Desire for long life prompts long term care concern

Armen Hareyan's picture
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Most Americans would like to live well into their 80s according to a new national study released by the Pew Research Center. "Some 30 percent say they would like to live even longer," says Jesse Slome, Executive Director of the American Association for Long Term Care Insurance. "When you live a long life you are significantly more likely to need long term care."

According to the Pew study, one in five Americans surveyed would like to live into their 90s and eight percent said they'd like to pass the century mark. The average desired life span has changed over the past 10 years the researchers point out. In a 1999 survey conducted for AARP, respondents said on average, they would like to live to be 91.

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"Some nine million Americans who are age 65 or older currently require long term care," Slome explains. "This number is expected to rise by 25 percent to 12 million by 2020." While the estimated median cost for one year in a private nursing home room is currently $74,000 it will rise to as much as $270,000 in 2039 when a 50-year-old today is most likely to need care. "That must be cause for concern," Slome says.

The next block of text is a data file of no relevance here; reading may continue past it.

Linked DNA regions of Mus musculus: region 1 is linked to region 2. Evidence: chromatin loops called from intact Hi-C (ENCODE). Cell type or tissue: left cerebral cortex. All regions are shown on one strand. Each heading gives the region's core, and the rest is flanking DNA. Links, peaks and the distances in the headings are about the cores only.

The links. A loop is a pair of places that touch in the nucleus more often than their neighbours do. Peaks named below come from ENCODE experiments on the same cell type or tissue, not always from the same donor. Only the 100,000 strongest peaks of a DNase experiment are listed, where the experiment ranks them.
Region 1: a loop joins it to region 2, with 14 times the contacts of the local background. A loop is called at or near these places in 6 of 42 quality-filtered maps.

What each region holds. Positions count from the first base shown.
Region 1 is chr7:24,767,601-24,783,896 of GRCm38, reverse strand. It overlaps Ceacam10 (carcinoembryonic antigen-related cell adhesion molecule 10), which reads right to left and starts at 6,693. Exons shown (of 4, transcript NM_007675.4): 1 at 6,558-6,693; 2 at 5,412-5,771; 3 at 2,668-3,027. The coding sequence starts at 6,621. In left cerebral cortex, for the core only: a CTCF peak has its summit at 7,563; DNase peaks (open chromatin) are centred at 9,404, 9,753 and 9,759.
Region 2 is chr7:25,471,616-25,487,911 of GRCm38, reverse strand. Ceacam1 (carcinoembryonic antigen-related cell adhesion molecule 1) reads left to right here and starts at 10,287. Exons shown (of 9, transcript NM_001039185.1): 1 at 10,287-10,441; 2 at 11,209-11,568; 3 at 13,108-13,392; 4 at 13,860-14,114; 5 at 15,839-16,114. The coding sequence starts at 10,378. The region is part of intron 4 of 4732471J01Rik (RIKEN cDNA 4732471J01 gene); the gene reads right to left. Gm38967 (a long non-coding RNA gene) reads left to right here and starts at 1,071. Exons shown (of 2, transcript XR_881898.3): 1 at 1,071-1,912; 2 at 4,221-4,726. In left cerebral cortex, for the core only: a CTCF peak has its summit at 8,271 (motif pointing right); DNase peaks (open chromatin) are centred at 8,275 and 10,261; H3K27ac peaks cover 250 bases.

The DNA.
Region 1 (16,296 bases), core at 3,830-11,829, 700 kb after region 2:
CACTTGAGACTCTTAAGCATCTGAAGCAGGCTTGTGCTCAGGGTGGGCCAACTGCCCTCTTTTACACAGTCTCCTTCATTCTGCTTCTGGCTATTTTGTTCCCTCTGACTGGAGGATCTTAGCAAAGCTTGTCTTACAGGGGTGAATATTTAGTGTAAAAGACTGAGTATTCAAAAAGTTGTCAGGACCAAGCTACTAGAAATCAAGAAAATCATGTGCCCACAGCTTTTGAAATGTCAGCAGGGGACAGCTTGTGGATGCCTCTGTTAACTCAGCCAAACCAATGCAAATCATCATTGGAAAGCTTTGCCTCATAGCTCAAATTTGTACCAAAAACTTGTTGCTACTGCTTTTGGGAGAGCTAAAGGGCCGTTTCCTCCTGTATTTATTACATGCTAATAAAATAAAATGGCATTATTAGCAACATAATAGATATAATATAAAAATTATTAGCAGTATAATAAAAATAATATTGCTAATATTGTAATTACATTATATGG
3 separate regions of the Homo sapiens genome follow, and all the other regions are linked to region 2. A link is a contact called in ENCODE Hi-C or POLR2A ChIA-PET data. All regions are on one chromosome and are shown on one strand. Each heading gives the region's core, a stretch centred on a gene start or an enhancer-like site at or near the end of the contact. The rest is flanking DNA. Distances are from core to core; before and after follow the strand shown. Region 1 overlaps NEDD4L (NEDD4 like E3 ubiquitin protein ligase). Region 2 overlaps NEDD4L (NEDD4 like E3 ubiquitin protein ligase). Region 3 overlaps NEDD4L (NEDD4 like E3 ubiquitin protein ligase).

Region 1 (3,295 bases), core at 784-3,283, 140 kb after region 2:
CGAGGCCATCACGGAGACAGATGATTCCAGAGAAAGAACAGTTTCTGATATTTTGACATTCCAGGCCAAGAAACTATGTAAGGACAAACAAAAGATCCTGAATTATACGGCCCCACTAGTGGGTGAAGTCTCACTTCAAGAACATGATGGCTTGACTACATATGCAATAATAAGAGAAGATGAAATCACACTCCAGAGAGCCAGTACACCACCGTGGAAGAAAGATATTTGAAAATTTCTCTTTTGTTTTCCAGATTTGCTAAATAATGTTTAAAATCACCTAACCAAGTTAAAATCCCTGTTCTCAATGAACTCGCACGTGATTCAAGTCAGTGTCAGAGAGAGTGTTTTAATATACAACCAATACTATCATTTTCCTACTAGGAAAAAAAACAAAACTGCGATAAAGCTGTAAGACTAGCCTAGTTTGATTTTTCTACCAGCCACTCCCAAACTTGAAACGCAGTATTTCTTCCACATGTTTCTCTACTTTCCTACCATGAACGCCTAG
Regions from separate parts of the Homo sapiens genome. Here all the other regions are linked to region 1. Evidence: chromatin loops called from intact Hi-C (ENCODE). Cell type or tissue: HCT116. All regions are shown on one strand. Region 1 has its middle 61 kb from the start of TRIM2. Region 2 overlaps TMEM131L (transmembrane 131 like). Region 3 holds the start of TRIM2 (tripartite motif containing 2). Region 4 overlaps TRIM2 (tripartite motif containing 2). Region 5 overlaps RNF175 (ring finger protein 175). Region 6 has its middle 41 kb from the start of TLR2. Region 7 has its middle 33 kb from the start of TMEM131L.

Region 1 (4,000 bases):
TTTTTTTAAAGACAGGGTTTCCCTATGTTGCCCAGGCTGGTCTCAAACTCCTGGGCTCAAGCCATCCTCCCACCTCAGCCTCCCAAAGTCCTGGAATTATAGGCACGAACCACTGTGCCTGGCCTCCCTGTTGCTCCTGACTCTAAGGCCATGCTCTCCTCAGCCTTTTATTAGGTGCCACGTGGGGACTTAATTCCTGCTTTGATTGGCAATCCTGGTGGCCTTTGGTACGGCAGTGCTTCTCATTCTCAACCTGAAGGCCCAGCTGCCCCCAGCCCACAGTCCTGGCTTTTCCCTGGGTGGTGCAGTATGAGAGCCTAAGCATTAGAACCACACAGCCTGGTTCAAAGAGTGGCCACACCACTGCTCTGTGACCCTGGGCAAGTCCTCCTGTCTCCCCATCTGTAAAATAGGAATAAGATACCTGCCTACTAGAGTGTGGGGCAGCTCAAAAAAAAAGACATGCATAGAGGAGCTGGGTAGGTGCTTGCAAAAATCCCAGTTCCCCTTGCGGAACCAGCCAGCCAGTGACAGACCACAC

The majority of long term care insurance claims initiate when policyholders are in their 70s or 80s. "About 10 percent of claims begin earlier than that," the organization's director notes. "But you must purchase long term care insurance when you are still able to health qualify and that generally means your 50s."

Written by Jesse Slome from the American Association for Long Term Care Insurance

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